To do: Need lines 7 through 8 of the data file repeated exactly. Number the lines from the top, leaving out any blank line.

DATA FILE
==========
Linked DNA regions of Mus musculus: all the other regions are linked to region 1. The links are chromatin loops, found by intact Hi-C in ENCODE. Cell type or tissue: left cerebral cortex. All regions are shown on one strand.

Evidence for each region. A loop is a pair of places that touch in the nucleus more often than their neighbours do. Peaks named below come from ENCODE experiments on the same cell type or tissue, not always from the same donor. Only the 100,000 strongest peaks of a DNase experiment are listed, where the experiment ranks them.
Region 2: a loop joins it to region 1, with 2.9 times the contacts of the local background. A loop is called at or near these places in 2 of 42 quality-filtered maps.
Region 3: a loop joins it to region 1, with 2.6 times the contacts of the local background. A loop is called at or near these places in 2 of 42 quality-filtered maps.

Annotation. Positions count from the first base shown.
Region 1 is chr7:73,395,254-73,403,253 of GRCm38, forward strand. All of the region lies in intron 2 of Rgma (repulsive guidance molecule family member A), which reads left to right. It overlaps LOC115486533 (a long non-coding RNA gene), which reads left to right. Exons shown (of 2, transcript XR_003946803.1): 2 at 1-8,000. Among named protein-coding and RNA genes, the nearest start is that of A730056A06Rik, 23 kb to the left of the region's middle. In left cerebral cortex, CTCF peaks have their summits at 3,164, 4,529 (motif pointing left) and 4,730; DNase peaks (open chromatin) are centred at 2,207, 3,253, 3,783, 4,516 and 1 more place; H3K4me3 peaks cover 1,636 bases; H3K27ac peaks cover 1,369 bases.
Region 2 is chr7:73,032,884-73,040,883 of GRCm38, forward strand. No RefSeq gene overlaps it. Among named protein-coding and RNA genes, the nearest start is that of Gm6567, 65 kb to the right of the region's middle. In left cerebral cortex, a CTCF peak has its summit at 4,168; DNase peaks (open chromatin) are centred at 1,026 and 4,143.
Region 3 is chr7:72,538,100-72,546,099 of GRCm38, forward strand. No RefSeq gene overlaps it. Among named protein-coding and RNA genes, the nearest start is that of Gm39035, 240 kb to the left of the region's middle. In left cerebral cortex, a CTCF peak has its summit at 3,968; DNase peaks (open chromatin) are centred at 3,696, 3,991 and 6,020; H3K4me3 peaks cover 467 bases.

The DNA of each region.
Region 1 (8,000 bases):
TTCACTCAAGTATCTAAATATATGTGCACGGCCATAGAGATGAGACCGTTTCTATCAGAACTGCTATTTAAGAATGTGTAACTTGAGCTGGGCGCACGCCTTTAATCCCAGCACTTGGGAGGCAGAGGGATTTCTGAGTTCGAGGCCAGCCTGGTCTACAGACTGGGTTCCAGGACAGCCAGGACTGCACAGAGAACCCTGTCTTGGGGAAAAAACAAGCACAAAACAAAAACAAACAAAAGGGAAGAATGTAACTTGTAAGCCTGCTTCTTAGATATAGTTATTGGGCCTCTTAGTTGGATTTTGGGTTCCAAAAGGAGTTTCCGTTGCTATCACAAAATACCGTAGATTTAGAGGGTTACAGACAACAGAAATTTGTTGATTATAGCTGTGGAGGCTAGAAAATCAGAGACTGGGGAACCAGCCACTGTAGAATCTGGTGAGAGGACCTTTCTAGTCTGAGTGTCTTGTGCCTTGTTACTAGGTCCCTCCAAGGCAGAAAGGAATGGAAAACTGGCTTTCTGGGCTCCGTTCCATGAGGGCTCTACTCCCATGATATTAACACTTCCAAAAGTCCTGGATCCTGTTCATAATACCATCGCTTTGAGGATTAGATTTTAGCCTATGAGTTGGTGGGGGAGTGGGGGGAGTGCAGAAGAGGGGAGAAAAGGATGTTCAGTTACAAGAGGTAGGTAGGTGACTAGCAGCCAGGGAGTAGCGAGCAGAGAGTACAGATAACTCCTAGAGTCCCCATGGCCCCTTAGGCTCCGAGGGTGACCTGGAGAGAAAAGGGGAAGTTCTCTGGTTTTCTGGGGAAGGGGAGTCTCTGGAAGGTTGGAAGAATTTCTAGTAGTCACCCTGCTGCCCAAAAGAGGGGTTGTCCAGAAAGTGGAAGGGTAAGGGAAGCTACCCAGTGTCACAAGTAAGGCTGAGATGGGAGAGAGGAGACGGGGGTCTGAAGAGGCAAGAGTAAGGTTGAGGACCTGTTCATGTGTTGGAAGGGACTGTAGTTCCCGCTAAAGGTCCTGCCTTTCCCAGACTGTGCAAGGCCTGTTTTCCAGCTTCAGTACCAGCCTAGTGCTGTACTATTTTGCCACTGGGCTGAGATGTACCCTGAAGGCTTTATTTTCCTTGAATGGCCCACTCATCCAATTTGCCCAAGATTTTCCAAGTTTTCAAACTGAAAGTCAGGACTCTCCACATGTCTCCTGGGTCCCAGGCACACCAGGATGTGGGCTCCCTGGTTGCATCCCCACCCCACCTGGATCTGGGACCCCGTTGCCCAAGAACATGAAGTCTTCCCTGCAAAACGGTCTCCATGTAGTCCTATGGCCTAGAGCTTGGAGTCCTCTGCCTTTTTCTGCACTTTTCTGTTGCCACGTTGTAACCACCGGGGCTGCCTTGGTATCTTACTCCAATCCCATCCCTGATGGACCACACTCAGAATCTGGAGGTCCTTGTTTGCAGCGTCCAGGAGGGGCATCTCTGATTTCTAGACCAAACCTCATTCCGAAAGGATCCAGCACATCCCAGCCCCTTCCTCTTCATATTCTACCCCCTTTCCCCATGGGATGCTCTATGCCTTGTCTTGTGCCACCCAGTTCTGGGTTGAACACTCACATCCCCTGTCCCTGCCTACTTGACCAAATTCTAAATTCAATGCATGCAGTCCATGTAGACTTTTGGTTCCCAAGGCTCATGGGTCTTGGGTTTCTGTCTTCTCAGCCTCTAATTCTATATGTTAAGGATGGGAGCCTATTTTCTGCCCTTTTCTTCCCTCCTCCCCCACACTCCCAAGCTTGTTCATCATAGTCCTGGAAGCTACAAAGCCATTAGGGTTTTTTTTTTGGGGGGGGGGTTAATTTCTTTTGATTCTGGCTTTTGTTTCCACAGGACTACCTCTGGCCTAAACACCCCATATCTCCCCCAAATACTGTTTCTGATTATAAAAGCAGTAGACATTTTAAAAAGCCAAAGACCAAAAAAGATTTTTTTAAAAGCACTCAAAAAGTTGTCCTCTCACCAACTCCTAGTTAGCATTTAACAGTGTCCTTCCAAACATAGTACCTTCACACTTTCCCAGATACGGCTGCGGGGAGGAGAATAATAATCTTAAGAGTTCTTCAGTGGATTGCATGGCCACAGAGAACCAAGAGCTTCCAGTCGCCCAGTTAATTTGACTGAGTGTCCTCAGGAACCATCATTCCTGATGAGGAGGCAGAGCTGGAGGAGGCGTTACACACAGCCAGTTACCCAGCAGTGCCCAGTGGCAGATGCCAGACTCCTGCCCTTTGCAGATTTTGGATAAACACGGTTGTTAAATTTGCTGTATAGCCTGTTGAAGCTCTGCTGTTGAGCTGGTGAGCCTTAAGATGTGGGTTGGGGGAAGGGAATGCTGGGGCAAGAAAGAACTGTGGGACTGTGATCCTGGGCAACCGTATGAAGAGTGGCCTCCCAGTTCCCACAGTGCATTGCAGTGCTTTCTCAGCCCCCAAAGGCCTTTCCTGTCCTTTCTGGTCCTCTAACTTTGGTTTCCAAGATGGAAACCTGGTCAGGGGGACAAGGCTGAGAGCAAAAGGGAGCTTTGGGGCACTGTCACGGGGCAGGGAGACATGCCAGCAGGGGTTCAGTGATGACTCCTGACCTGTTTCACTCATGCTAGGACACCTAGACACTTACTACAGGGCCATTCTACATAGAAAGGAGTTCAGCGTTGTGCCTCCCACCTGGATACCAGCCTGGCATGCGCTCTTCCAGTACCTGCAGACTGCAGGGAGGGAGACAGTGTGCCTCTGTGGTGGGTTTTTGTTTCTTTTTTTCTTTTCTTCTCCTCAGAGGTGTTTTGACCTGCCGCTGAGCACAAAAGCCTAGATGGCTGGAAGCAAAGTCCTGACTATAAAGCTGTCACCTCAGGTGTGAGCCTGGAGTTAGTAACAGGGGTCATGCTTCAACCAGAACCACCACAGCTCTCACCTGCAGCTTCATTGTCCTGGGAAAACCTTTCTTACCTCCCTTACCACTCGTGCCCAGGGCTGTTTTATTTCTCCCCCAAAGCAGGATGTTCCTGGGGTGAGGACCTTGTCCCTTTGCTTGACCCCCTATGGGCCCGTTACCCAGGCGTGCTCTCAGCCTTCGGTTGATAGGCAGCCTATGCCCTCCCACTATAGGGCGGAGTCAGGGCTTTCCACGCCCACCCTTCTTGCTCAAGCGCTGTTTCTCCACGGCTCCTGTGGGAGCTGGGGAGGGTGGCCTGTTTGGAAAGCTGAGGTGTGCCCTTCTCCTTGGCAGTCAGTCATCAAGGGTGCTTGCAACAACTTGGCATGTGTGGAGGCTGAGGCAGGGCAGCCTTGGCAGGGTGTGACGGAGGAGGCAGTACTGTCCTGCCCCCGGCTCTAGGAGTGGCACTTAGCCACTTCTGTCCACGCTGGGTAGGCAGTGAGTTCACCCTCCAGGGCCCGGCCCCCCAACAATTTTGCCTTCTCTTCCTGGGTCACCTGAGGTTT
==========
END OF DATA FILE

Region 2 is chr7:73,032,884-73,040,883 of GRCm38, forward strand. No RefSeq gene overlaps it. Among named protein-coding and RNA genes, the nearest start is that of Gm6567, 65 kb to the right of the region's middle. In left cerebral cortex, a CTCF peak has its summit at 4,168; DNase peaks (open chromatin) are centred at 1,026 and 4,143.
Region 3 is chr7:72,538,100-72,546,099 of GRCm38, forward strand. No RefSeq gene overlaps it. Among named protein-coding and RNA genes, the nearest start is that of Gm39035, 240 kb to the left of the region's middle. In left cerebral cortex, a CTCF peak has its summit at 3,968; DNase peaks (open chromatin) are centred at 3,696, 3,991 and 6,020; H3K4me3 peaks cover 467 bases.